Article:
Diving Suits: Wetsuits and Dry Suits
There are two types of diving suits. Scuba diving suits and dry suits. The more common of the two are the scuba wetsuits because they are for warmer water temperatures. Dry suits, by comparison, are used for dive trips in cold weather climates like Alaska or anywhere else where you would need to be completely insulated. Military special operation groups use dry suits like our Typhoon Drysuit for the extreme weather conditions they encounter. Most typical divers only have a need for a wetsuit. Unless you are planning a dive up north in colder climates, we recommend browsing our wetsuit section to find the one that's best for you.
Different styles of scuba diving suits
So, you have figured that you indeed are looking for a wetsuit and not a dry suit. What next? A decision on what style best fits your needs. If you are diving in tropical weather, shorties are a good way to go. These are scuba wetsuits that are cut off above the knee and elbow. The style is great for those really hot climates in the tropics. For more coverage, you can go for the traditional scuba diving wetsuits with full length leg and arm coverage like the Hyperstretch Henderson Suit. Not only does the full suit keep you warm, it also can protect against stings from jellyfish, abrasions or other minor possible intrusions. Other items you might want to consider are Lycra tops and shorts. These go underneath your dive suit to avoid rashes and make putting on the suit a little bit easier. Don't forget to check out our accessories including fins, masks, watches, underwater cameras, and computers. See scuba equipment collections from Sea Elite and Henderson for more information on these. More articles about Purchasing scuba equipment online.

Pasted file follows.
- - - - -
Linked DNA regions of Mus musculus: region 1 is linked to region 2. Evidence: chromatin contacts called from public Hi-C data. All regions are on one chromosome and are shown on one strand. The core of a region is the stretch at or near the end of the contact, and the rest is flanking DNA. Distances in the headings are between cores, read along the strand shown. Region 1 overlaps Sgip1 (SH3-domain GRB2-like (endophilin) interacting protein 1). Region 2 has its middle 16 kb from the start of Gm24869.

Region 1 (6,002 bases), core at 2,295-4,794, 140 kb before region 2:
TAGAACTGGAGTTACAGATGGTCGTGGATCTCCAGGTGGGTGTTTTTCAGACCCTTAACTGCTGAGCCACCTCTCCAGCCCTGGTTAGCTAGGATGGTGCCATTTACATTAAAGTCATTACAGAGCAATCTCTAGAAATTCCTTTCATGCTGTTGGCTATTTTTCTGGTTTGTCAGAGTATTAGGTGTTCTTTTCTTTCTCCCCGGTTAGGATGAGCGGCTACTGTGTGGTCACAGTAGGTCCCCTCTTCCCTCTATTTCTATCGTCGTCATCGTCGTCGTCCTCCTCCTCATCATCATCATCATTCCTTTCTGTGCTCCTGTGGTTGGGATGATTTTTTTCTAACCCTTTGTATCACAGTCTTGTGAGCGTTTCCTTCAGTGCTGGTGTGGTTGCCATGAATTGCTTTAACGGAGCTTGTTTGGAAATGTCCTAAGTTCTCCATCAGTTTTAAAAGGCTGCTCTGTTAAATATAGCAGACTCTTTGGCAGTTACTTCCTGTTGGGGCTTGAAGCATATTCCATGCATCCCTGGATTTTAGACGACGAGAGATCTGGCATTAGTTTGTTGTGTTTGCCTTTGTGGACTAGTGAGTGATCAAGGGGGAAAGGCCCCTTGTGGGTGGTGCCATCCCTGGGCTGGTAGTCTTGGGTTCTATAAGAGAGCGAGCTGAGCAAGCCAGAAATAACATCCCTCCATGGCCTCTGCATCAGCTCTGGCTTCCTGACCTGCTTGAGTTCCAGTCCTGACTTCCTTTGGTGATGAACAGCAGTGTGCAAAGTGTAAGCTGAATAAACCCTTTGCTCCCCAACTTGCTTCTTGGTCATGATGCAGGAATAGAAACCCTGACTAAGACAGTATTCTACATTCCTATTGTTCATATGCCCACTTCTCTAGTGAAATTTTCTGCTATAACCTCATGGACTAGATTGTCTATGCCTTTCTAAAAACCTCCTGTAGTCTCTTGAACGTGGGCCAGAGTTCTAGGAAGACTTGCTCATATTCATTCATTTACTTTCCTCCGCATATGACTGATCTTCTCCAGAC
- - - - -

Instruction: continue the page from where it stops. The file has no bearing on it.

Types of Diving Suits And Accessories
In addition to considering various styles of diving wet suits, you also need to consider that various materials are better suited for certain diving conditions. This guide to diving wet suits will help you decipher between the various materials available to you.
Spandex – Spandex is light and compact. It’s also useful as an under layer for thicker diving suits. You get the benefit of 45 percent more warmth than diving with bare skin.
Foam Neoprene – Foam neoprene can come in 1/8”, 3/16” and 1/4” thicknesses. This is a buoyant material, but the drying time is longer. You can obtain anywhere from 20 percent to 100 percent more warmth than diving with bare skin.
Accessories – Accessories like hoods, vests, boots and gloves let you layer for additional warmth and flexibility. You can achieve from 16 percent to 66 percent more warmth just by adding accessories.
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